Scientists Have Discovered How Zebra Stripes Work
The University of Bristol researchers have uncovered the reason behind zebra fur being thinly striped and clearly defined.
Their findings, published in the Journal of Experimental Biology, reveal that the strong black-white contrast and small dark patches in zebra fur are particularly effective in deterring horsefly attacks. These specific characteristics eliminate the outline of large monochrome dark areas that are attractive to horseflies at close range.
The team theorizes that the thin back stripes serve to minimize the size of local features on a zebra that are appealing to the biting flies.
The research was led by Professor Tim Caro and Dr. Martin How both from the University of Bristol’s School of Biological Sciences.
Prof Caro explained: “We knew that horseflies are averse to landing on striped objects – a number of studies have now shown this, but it is not clear which aspects of stripes they find aversive.
“Is it the thinness of the stripes? The contrast of black and white? The polarized signal that can be given off objects? So we set out to explore these issues using different patterned cloths draped over horses and filmed incoming horseflies.”
The team found that tabanid horseflies are attracted to large dark objects in their environment but less to dark broken patterns. All-grey coats were associated with by far the most landings, followed by coats with large black triangles placed in different positions, then small checkerboard patterns in no particular order. In another experiment, they found contrasting stripes attracted few flies whereas more homogeneous stripes were more attractive.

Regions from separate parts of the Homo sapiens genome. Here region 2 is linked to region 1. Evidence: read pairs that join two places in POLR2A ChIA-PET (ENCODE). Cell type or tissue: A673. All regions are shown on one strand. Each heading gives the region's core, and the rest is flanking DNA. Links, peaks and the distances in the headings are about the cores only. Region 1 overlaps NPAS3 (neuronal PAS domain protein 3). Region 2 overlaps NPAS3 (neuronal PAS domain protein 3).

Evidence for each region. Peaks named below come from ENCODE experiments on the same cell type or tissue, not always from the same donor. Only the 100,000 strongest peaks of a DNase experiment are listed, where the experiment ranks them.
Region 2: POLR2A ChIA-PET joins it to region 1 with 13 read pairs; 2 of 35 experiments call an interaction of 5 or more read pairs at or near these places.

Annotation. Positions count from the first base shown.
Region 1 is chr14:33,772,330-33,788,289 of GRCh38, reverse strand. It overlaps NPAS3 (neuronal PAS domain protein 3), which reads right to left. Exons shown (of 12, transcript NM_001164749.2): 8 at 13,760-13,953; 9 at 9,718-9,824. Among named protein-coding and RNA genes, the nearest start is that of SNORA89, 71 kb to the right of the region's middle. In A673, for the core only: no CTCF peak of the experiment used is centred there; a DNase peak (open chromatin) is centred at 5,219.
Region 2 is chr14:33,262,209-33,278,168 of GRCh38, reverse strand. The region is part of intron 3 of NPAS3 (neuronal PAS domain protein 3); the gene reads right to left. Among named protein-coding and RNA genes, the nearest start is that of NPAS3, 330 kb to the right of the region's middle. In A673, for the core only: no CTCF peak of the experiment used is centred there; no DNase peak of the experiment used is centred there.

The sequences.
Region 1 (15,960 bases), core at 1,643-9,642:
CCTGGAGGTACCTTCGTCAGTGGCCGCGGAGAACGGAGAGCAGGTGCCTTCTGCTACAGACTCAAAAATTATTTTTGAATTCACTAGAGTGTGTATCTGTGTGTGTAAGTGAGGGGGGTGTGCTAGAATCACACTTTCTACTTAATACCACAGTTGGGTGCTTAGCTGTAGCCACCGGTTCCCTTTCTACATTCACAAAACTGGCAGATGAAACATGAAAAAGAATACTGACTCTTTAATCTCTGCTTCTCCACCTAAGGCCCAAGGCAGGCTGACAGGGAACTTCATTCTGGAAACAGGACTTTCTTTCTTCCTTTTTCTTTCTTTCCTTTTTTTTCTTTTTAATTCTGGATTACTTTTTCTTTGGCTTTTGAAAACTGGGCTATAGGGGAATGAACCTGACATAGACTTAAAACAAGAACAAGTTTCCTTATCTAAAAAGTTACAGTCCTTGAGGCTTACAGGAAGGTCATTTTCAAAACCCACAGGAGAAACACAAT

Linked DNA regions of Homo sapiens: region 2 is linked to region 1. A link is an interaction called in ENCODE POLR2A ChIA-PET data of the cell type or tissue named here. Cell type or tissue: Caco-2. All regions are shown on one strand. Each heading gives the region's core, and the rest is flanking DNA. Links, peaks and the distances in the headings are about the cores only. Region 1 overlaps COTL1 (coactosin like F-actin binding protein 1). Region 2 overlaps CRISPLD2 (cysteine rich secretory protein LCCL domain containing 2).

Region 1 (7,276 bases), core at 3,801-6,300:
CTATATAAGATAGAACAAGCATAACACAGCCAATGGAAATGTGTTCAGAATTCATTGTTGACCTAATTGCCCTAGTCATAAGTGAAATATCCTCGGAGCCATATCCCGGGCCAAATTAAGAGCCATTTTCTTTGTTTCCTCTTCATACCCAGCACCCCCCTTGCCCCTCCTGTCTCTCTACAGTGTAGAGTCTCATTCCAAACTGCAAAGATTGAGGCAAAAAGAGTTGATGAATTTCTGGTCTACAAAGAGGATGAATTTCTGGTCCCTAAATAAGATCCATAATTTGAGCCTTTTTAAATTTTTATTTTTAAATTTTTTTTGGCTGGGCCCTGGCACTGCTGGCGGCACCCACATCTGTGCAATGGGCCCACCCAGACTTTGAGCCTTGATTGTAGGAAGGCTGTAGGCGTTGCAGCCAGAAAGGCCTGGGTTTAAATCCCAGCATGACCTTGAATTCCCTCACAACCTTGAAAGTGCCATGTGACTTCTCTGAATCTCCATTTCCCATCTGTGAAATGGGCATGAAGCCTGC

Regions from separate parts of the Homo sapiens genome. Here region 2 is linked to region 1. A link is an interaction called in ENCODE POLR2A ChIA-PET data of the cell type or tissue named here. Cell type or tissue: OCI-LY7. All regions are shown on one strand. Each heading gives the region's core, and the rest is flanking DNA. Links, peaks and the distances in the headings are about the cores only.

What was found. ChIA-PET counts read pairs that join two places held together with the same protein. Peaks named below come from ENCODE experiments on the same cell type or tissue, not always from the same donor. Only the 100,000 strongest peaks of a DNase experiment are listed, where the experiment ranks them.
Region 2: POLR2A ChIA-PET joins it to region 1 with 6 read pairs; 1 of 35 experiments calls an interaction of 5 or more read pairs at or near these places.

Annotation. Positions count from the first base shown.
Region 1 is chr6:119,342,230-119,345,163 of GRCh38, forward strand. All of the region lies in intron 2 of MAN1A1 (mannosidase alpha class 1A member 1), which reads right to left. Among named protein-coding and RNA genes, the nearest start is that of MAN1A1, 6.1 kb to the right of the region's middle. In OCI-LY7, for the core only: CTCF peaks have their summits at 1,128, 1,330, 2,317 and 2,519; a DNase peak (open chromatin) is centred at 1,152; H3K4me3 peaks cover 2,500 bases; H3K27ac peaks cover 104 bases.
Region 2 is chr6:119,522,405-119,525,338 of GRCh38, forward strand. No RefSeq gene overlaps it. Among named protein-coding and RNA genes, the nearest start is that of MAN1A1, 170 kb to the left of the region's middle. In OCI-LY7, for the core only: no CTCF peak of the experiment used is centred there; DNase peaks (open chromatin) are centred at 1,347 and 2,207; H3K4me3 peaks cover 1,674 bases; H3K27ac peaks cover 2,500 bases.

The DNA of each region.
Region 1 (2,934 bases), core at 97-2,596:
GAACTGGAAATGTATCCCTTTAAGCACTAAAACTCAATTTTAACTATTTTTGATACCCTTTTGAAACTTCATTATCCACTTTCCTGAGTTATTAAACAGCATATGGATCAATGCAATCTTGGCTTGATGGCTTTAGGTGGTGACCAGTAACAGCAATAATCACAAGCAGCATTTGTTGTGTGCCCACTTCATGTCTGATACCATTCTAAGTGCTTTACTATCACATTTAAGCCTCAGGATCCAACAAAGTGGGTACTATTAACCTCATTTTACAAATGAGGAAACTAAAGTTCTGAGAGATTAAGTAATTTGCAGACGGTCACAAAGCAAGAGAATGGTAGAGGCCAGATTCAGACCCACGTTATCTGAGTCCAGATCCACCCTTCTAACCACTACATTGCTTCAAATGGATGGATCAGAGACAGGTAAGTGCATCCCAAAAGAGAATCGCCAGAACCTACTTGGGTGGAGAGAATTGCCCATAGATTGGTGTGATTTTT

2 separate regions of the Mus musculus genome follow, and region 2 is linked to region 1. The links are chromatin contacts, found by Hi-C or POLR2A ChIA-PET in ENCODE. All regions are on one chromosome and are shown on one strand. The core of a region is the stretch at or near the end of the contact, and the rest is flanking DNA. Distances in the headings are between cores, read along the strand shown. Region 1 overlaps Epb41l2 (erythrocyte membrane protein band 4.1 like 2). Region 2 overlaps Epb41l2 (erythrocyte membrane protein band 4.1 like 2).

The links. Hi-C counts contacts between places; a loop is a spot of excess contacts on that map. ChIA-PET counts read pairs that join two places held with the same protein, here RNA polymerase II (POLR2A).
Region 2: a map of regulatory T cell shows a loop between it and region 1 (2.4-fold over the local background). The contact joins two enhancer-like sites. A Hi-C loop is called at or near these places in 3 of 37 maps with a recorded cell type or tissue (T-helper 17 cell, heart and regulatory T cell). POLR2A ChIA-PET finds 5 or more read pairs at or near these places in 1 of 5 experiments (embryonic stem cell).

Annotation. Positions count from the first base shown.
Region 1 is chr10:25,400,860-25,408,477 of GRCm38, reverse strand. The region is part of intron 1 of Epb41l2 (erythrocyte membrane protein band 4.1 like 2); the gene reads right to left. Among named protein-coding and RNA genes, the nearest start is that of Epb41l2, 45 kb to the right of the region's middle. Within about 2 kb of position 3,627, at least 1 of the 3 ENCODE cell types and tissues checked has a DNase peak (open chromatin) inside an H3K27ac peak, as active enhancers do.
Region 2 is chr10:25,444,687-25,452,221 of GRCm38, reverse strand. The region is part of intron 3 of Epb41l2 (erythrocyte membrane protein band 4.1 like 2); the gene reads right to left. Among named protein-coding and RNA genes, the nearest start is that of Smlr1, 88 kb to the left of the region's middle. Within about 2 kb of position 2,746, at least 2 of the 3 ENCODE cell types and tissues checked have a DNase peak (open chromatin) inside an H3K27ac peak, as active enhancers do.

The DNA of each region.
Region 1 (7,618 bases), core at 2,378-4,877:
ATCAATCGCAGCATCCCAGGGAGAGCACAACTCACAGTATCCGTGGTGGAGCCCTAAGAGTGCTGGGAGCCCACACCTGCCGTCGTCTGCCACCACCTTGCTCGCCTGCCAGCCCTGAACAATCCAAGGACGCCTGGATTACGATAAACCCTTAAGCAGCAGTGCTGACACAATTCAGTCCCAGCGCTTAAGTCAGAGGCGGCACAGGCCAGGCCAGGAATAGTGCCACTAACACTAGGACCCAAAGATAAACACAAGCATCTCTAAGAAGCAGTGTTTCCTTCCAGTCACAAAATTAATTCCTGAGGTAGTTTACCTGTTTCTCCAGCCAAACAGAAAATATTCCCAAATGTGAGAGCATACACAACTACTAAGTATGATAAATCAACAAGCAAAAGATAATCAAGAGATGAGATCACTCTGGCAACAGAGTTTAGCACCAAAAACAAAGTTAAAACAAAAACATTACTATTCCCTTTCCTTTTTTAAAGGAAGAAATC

Professor Caro added: “This suggests that any hoofed animal that reduces its overall dark outline against the sky will benefit in terms of reduced ectoparasite attack.”
The team found little evidence for other issues that they tested, namely polarization or optical illusions confusing accurate landings such as the so-called ‘wagon-wheel effect’ or ‘the barber-pole effect’.
Now the team wants to determine why natural selection has driven striping in equids – the horse family -but not other hoofed animals.
Professor Caro added: “We know that zebra pelage – fur – is short, enabling horsefly mouthparts to reach the skin and blood capillaries below, which may make them particularly susceptible to fly annoyance, but more important, perhaps, is that the diseases that they carry are fatal to the horse family but less so to ungulates. This needs investigation.”
Reference: “Why don’t horseflies land on zebras?” by Tim Caro, Eva Fogg, Tamasin Stephens-Collins, Matteo Santon and Martin J. How, 17 February 2023, Journal of Experimental Biology.